HR Tip: DOL issues three opinion letters and fact sheet

After a long hiatus, the Department of Labor (DOL) has begun issuing opinion letters to assist employers and employees in interpreting laws.The first opinion letter, FLSA2018-18 addresses how employees without “normal working hours” should be compensated for travel time involving an overnight stay.

The letter provides two methods for determining an employee’s normal work hours and whether travel time is compensable. The employer may review the employee’s time records during the most recent month of regular employment and use the average start/end times during that time period. Employers also may negotiate with the employee or employee’s representative and agree to what constitutes the employee’s normal work hours.

The second letter addressed a situation in which an employee needs to take a 15-minute break every hour in an 8-hour workday due to a serious health condition (supported by medical certification). Most meal and rest break rules are governed by state law; federal law does not require meal or rest breaks for adult employees. However, for employers that offer short breaks (up to 20 minutes), the Fair Labor Standards Act does require employers to pay employees for that time and count that time as hours worked when calculating overtime pay.

In FLSA2018-19, the DOL clarifies that eight rest breaks given by an employer to accommodate an employee’s serious health condition predominantly benefit the employee and are not compensable as a result. However, these employees must be compensated for the same number of breaks taken by co-workers.

The third letter, CCPA2018-NA, considers whether certain lump-sum payments are considered “earnings” for purposes of the garnishment limitation in Title III of the Consumer Credit Protection Act (CCPA). The letter specifically analyzes 18 types of lump-sum payments and specifies that lump-sum payments for workers’ compensation, insurance settlements for wrongful termination, and buybacks of company shares do not constitute “earnings” under the CCPA.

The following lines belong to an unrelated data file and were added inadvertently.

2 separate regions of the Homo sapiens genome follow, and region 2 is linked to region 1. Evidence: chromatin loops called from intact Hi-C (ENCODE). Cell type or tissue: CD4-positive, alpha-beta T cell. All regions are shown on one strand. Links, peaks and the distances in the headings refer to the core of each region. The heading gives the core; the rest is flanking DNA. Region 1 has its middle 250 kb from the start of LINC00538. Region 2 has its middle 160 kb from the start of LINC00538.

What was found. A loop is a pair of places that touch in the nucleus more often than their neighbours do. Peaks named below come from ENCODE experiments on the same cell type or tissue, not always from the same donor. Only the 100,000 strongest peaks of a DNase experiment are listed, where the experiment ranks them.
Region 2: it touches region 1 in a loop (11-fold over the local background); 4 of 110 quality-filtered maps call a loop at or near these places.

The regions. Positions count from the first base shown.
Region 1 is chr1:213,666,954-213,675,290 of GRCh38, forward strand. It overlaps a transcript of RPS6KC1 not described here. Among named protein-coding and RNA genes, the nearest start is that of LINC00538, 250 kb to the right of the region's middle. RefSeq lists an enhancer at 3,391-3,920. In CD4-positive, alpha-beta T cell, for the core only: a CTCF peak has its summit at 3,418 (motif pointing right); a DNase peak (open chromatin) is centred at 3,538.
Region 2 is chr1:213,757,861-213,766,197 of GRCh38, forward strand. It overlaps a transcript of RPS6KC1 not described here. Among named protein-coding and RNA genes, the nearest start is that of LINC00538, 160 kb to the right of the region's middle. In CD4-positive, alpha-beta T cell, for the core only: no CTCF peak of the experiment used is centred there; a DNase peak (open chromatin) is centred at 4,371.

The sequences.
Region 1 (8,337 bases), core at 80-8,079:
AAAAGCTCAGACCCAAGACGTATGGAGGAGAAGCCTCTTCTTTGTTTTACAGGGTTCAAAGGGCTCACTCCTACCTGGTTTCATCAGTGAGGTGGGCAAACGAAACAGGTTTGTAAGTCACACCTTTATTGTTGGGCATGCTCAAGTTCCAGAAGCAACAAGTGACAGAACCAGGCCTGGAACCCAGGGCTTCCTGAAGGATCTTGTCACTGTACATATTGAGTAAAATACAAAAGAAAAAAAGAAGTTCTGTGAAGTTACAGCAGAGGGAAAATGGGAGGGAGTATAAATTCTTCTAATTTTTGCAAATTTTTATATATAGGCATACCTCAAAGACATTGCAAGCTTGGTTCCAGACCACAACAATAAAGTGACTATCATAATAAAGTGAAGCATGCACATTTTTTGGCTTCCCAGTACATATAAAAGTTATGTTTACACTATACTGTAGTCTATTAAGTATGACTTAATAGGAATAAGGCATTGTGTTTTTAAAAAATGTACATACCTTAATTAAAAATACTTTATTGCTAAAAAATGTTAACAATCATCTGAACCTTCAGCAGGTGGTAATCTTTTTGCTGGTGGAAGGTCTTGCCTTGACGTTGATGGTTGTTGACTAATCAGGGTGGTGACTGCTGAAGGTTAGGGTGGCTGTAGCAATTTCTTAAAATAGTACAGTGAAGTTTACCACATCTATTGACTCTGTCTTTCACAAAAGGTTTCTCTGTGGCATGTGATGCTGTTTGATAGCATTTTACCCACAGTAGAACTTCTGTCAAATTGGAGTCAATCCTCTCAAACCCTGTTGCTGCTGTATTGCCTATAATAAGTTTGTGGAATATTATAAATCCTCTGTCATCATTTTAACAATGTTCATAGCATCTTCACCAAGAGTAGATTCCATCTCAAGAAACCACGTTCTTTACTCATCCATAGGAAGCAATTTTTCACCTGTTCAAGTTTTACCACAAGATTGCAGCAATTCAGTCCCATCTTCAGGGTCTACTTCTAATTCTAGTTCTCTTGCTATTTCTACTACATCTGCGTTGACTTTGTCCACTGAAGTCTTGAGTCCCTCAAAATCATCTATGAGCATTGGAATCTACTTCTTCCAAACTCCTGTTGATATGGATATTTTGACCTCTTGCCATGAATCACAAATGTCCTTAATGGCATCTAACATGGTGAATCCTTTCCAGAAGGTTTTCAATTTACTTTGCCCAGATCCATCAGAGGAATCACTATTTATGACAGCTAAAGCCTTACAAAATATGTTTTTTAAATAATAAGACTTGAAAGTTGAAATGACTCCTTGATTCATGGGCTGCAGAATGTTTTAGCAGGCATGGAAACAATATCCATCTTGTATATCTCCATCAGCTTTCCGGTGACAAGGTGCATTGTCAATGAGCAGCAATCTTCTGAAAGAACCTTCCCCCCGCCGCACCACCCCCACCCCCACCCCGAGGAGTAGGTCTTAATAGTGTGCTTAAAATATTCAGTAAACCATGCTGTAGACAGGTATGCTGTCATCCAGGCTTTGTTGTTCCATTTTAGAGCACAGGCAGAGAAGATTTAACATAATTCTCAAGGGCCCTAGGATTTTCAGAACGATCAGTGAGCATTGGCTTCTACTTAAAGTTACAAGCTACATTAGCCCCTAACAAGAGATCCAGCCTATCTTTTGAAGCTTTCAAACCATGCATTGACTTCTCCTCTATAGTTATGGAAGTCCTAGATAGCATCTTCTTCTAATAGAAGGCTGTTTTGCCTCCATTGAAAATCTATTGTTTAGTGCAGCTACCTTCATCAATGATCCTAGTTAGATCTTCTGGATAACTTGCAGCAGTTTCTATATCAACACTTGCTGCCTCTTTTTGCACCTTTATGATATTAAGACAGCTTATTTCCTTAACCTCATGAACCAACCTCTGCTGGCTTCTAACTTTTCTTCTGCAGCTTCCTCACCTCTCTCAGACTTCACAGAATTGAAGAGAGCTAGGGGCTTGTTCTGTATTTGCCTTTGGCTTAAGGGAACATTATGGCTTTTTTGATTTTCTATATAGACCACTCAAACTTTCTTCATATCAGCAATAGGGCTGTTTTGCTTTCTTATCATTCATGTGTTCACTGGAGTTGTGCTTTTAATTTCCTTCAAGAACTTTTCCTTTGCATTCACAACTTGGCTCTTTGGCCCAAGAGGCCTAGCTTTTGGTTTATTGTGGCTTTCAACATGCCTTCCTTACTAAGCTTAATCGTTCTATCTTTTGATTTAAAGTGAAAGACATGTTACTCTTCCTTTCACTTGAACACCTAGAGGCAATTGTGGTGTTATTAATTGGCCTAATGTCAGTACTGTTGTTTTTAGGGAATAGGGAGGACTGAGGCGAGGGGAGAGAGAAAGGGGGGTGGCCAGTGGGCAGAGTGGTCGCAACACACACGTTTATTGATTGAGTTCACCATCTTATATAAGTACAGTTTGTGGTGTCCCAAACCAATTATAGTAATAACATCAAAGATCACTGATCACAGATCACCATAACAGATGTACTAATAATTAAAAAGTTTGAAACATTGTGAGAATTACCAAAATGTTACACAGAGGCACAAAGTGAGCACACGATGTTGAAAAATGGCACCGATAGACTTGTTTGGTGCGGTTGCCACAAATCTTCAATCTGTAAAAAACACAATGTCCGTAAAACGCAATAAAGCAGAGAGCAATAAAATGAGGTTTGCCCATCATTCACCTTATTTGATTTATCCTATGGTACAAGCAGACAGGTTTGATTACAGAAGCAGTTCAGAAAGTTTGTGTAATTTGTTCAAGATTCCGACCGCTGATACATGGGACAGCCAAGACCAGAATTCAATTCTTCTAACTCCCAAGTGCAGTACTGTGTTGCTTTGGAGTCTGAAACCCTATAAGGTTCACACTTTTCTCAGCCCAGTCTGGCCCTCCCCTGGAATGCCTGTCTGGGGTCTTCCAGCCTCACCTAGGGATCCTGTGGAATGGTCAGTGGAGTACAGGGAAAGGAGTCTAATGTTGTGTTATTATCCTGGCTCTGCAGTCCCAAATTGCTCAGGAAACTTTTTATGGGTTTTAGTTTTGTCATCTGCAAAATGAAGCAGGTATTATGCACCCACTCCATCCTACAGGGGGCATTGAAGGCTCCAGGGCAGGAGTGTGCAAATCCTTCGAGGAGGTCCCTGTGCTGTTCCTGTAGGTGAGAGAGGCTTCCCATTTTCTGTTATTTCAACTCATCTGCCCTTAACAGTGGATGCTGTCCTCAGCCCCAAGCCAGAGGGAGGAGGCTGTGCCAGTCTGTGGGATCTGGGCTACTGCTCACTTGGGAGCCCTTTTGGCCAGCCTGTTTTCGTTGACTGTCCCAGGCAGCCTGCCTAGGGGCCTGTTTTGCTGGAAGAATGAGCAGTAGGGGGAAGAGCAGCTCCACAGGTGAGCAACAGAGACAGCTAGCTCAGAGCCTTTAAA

Higher education fact sheet

While cautioning that job titles alone are not enough to determine if someone fits within a white-collar exemption, the fact sheet on higher education and overtime pay under the FLSA states that a faculty member who teaches online or remotely may qualify for the exemption for teachers. This includes part-time faculty. Athletic coaches at colleges and universities also may qualify for the exemption, but not if their primary duties are recruiting.

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HR Tip: Less stringent test for intern pay adopted by DOL

On Jan. 5, the Department of Labor (DOL) introduced a less stringent test to determine whether employers must pay their interns at least a minimum wage and overtime. The new approach involves a primary-beneficiary test and abandons a rigid test where six parts all had to be met for someone to be considered an unpaid intern and not an employee. Four appellate courts rejected the DOL’s six-part test and the newly adopted seven factor primary-beneficiary test was used by these courts.

The new test does not require each of its factors to be met and the seven factors to be considered are the extent to which:

  • Both parties understand that the intern is not entitled to compensation
  • The internship provides training that would be given in an educational environment
  • The intern’s completion of the program entitles him or her to academic credit
  • The internship corresponds with the academic calendar
  • The internship’s duration is limited to the period when the internship educates the intern
  • The intern’s work complements rather than displaces the work of paid employees while providing significant educational benefits
  • The intern and the employer understand that the internship is conducted without entitlement to a paid job at the internship’s end

The new standard is more flexible and aligned with court rulings. It’s expected to be easier to defend unpaid internships if they’re set up properly and there’s a good agreement between the intern volunteers and the employer. However, it is not a license to use unpaid interns without restraint. The test still exists and the question of who’s the primary beneficiary of the program – the employer or the intern – ultimately needs to be answered.

Companies that use internships should revise all program-related documentation-such as policies, advertisements and recruiting materials-to use the language of the seven factors in the primary-beneficiary test and the student intern and the employer should sign agreements incorporating the language.

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